Last orders... the final first class Titanic menu
It was a glorious last supper.
The menu for the final meal for first class passengers on board the liner Titanic is a feast for the eyes.
Little did the diners dream as they sailed along on the calm waters of 14 April 1912 of the nightmare that lay ahead.
They feasted on a menu of up to 13 courses - they would have been at table enjoying the luxury of silver service for between four and five hours - what else was there to do at sea?
From foie gras pate to champagne to asparagus and watercress salad and rose water and mint sorbet - the finest of food was theirs.
The ship was on its maiden voyage. Shortly before midnight it would strike an iceberg and sink, resulting in the deaths of 1,517 of the 2,223 passengers on board.
Now, a chef from Northern Ireland who trained in the Black Forest and New York, is offering visitors to his Holywood restaurant the chance to try the last, first class menu on the Titanic for themselves.
Conor McClelland is the proprietor and chef at Rayanne House in Holywood.
His guesthouse looks out over Belfast Lough.
The people who lived at his home on the day the Titanic was launched from Belfast's Harland & Wolff shipyard were no doubt up on the balcony watching the great ship sail majestically out to sea.
When Conor came upon a book of old Titanic recipes, he began a culinary journey into the past that led him to recreate the last meal on board the Titanic.
"There are nine courses in all," he said.
"In the original, there could have been 13 courses but nine courses is really more than enough.
"At that time, they would have served pates and terrines at the end of the meal just before desserts. But today, that would seem very strange."
Instead, the chef settled for a menu which starts with canapes a l'amiral before moving on to cream of barley soup flavoured with Bushmills whiskey.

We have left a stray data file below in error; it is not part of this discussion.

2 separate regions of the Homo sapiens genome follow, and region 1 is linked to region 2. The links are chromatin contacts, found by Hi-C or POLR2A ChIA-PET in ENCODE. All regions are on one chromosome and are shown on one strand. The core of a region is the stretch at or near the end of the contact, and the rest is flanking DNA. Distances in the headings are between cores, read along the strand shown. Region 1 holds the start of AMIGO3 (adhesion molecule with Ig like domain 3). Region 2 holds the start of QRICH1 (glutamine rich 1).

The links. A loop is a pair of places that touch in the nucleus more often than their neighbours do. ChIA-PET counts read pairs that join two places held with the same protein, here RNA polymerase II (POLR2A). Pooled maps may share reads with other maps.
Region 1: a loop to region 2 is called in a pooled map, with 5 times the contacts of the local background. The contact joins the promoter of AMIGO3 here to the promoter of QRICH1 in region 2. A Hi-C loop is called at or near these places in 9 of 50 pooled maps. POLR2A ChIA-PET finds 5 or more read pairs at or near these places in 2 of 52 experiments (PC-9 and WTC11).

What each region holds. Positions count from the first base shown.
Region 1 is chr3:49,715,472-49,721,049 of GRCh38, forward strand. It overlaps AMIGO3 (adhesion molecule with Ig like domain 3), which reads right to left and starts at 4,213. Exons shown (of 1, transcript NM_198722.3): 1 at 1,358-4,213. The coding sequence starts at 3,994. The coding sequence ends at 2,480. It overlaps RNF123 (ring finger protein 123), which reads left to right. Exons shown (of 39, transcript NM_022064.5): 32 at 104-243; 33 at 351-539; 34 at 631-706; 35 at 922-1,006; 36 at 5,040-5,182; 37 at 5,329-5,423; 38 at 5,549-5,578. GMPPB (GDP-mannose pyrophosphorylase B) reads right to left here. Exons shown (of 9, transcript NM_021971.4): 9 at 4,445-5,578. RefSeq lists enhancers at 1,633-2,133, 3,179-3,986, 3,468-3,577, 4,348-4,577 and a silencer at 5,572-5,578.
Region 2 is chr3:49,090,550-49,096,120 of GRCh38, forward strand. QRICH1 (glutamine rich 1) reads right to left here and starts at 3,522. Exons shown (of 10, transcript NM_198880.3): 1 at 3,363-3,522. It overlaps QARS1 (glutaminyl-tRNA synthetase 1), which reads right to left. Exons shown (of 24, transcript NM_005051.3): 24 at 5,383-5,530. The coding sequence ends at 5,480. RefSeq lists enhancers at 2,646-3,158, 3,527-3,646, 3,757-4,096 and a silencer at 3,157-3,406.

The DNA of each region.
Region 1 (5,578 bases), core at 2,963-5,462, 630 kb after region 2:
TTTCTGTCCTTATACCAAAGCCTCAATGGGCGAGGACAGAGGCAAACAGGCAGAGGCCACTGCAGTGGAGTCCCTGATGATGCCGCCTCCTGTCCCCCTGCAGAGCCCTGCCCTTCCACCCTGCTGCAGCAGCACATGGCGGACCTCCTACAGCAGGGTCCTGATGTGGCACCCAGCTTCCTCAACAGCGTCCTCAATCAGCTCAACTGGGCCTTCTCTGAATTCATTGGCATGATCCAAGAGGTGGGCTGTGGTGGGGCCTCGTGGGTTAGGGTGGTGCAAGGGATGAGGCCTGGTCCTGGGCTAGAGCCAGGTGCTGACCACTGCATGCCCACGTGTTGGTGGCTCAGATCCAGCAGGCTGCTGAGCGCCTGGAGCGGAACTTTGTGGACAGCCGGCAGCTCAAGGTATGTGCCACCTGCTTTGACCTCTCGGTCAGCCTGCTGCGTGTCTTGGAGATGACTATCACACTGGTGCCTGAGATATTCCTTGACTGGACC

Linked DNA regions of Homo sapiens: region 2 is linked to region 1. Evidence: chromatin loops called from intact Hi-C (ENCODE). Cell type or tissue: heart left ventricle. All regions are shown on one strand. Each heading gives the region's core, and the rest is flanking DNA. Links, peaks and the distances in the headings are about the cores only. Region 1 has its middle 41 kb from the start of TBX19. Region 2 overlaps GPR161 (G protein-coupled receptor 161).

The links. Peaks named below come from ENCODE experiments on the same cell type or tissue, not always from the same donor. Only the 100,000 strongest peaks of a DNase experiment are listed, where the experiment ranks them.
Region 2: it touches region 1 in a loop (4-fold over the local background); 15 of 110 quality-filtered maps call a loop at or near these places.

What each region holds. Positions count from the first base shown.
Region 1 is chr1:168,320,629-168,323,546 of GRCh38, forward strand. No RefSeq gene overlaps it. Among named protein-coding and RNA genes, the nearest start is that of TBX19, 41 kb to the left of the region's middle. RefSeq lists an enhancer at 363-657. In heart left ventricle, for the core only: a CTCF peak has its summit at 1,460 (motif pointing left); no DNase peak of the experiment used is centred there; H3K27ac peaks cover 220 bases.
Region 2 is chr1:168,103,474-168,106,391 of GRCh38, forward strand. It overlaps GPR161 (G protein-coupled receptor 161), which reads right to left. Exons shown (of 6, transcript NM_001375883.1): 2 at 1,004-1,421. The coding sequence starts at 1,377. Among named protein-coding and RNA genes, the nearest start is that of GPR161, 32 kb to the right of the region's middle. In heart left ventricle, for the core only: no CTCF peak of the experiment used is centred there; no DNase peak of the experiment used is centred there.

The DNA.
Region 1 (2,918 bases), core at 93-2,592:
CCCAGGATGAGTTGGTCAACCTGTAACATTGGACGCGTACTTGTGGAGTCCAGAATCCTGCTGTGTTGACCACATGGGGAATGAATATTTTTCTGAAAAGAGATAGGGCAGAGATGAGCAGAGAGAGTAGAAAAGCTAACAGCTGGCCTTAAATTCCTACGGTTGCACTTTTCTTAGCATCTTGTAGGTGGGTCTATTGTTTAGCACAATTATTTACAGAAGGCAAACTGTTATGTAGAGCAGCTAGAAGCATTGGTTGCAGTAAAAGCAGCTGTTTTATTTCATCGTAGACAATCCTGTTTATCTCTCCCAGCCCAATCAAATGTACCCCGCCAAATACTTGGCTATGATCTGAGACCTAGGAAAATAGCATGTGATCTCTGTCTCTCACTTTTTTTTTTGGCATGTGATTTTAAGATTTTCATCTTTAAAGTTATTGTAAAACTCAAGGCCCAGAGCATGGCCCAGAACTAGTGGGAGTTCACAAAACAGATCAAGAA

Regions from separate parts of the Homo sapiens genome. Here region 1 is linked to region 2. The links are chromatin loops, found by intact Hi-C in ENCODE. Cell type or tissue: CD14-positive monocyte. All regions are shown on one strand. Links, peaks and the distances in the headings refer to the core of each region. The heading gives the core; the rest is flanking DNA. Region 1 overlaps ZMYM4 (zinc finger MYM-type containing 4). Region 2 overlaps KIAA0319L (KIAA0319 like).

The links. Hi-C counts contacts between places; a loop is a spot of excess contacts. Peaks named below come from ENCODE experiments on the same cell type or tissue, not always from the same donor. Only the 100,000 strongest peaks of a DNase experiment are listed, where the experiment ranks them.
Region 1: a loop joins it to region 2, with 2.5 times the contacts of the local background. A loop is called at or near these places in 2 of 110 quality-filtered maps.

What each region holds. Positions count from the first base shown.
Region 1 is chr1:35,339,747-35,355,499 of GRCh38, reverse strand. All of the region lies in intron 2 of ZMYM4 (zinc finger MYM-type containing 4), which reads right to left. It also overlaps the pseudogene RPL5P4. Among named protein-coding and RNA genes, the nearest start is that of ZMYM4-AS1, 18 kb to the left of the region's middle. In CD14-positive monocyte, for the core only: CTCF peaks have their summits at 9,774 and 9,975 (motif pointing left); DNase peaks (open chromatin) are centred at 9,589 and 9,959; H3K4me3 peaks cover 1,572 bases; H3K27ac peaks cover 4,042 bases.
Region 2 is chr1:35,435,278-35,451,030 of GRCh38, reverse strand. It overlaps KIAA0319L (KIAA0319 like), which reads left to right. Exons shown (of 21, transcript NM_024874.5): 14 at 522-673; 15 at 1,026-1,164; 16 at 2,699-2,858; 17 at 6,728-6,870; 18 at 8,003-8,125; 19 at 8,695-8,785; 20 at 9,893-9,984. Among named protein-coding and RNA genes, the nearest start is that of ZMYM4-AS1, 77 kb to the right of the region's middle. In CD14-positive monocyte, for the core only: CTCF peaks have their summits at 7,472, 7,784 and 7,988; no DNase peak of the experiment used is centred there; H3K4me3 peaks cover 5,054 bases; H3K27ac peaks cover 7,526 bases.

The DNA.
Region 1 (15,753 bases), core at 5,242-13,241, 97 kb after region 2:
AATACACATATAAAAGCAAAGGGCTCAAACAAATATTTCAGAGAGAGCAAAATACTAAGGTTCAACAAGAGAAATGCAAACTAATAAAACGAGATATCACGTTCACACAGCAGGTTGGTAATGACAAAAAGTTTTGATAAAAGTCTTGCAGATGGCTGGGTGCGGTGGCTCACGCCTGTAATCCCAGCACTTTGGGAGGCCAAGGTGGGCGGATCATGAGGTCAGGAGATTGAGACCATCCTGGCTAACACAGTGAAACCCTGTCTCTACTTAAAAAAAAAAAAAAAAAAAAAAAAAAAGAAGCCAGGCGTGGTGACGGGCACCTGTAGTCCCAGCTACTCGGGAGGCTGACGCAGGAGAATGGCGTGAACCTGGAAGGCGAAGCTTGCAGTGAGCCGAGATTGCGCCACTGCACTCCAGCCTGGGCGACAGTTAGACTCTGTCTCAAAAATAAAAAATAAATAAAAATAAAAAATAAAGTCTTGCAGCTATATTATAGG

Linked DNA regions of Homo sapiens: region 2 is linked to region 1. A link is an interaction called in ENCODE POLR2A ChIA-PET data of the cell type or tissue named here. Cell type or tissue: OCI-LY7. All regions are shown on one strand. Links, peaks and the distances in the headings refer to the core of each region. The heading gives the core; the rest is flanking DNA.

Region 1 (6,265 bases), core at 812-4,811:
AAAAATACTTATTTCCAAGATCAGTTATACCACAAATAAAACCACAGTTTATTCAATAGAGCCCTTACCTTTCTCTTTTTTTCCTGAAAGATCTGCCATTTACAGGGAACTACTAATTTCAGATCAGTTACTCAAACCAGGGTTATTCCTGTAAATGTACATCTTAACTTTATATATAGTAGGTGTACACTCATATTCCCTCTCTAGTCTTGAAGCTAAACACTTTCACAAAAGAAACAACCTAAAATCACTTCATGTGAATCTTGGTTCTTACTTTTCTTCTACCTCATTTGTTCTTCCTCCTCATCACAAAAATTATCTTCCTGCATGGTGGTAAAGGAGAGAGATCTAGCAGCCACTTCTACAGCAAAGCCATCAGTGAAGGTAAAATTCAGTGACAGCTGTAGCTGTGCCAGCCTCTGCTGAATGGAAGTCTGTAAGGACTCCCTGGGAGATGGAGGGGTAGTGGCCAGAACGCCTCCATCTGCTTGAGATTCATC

"There were cases of Bushmills on board the Titanic of course," he said.
Diners then cruise into salmon and pan seared filet mignon before feasting on spiced peaches.
Conor, who runs the guesthouse with his wife Bernie, said the interest in the Titanic menu had been "phenomenal".
"The food is genuinely lovely. It was such a beautiful menu. There was so much attention to detail in the food that it really was a first-class feast."
The husband and wife team first became interested in the Titanic when they came across a G W Carey painting of the Titanic which could have been created from their back garden.
"It was a watercolour and it was clearly painted from just beside our guesthouse," said Conor.
"Then we found a painting of our house by the same artist. Offering the menu for our private diners seemed like a nice touch."
The Titanic menu is just one of the ways in which Belfast is celebrating the great liner and its links to the city.
The Titanic Made in Belfast Festival runs until Sunday 11 April 2010.
Visitors can enjoy walking tours, ghost boat tours, bus tours and exhibitions... as well as a feast to remember.
comments powered by Disqus
- New Hampshire professors at odds with library over discarded books
- Troubled history fuels Japan-China tension
- Independent Scotland's last gasp forgotten in Panama jungle
- LBJ was the ‘most-threatened president in American history’
- New exhibit at the World War I Museum ... Over by Christmas: August-December 1914
- Ken Burns on Colbert to promote his new documentary, "The Address"
- UC Santa Barbara History Department featuring a series on the Great Society at 50
- Historians are trying to recover censored texts from World War I poets
- Diane Ravitch blasts the NYT for failing to understand the controversy over Common Core
- Mormon history professors debate atheists in bid to foster greater understanding